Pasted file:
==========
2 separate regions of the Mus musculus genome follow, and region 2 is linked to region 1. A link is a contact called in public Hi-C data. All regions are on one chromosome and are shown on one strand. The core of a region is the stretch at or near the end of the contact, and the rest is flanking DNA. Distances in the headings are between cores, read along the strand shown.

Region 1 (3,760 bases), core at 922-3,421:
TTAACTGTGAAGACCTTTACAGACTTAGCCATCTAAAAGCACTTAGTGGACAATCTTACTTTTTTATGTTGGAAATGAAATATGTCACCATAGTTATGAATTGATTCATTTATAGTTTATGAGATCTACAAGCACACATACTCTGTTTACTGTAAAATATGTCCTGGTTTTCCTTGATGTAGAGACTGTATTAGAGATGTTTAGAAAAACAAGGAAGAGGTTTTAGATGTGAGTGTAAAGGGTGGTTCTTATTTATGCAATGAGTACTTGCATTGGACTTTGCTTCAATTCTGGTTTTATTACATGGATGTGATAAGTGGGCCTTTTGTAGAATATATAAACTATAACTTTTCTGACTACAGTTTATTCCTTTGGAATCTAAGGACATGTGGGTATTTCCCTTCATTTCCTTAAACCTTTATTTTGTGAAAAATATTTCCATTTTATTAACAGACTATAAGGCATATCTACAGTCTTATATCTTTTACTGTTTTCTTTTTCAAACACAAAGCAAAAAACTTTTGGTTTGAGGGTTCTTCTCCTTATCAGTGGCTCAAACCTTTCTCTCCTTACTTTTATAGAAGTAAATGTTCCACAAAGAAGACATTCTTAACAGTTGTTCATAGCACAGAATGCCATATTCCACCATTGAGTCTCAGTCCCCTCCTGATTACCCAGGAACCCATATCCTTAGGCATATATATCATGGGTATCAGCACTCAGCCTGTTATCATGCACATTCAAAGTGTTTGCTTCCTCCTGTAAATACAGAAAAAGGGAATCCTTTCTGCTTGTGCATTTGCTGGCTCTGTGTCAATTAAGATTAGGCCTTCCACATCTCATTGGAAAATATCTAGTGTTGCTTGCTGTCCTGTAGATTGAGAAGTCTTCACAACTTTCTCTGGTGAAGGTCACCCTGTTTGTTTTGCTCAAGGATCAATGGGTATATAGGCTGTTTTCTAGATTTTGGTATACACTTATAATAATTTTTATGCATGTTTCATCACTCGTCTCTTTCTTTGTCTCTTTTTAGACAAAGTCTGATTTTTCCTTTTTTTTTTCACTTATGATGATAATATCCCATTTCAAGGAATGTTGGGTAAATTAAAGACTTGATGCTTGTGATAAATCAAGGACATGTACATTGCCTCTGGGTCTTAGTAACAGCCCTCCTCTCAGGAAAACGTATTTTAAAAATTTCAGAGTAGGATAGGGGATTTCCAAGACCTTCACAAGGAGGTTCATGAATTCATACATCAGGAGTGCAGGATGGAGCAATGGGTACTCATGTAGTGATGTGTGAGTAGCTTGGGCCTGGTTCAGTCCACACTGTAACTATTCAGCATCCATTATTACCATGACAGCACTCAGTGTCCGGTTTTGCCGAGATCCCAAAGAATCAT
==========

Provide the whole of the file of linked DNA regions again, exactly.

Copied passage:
2 separate regions of the Mus musculus genome follow, and region 2 is linked to region 1. A link is a contact called in public Hi-C data. All regions are on one chromosome and are shown on one strand. The core of a region is the stretch at or near the end of the contact, and the rest is flanking DNA. Distances in the headings are between cores, read along the strand shown.

Region 1 (3,760 bases), core at 922-3,421:
TTAACTGTGAAGACCTTTACAGACTTAGCCATCTAAAAGCACTTAGTGGACAATCTTACTTTTTTATGTTGGAAATGAAATATGTCACCATAGTTATGAATTGATTCATTTATAGTTTATGAGATCTACAAGCACACATACTCTGTTTACTGTAAAATATGTCCTGGTTTTCCTTGATGTAGAGACTGTATTAGAGATGTTTAGAAAAACAAGGAAGAGGTTTTAGATGTGAGTGTAAAGGGTGGTTCTTATTTATGCAATGAGTACTTGCATTGGACTTTGCTTCAATTCTGGTTTTATTACATGGATGTGATAAGTGGGCCTTTTGTAGAATATATAAACTATAACTTTTCTGACTACAGTTTATTCCTTTGGAATCTAAGGACATGTGGGTATTTCCCTTCATTTCCTTAAACCTTTATTTTGTGAAAAATATTTCCATTTTATTAACAGACTATAAGGCATATCTACAGTCTTATATCTTTTACTGTTTTCTTTTTCAAACACAAAGCAAAAAACTTTTGGTTTGAGGGTTCTTCTCCTTATCAGTGGCTCAAACCTTTCTCTCCTTACTTTTATAGAAGTAAATGTTCCACAAAGAAGACATTCTTAACAGTTGTTCATAGCACAGAATGCCATATTCCACCATTGAGTCTCAGTCCCCTCCTGATTACCCAGGAACCCATATCCTTAGGCATATATATCATGGGTATCAGCACTCAGCCTGTTATCATGCACATTCAAAGTGTTTGCTTCCTCCTGTAAATACAGAAAAAGGGAATCCTTTCTGCTTGTGCATTTGCTGGCTCTGTGTCAATTAAGATTAGGCCTTCCACATCTCATTGGAAAATATCTAGTGTTGCTTGCTGTCCTGTAGATTGAGAAGTCTTCACAACTTTCTCTGGTGAAGGTCACCCTGTTTGTTTTGCTCAAGGATCAATGGGTATATAGGCTGTTTTCTAGATTTTGGTATACACTTATAATAATTTTTATGCATGTTTCATCACTCGTCTCTTTCTTTGTCTCTTTTTAGACAAAGTCTGATTTTTCCTTTTTTTTTTCACTTATGATGATAATATCCCATTTCAAGGAATGTTGGGTAAATTAAAGACTTGATGCTTGTGATAAATCAAGGACATGTACATTGCCTCTGGGTCTTAGTAACAGCCCTCCTCTCAGGAAAACGTATTTTAAAAATTTCAGAGTAGGATAGGGGATTTCCAAGACCTTCACAAGGAGGTTCATGAATTCATACATCAGGAGTGCAGGATGGAGCAATGGGTACTCATGTAGTGATGTGTGAGTAGCTTGGGCCTGGTTCAGTCCACACTGTAACTATTCAGCATCCATTATTACCATGACAGCACTCAGTGTCCGGTTTTGCCGAGATCCCAAAGAATCAT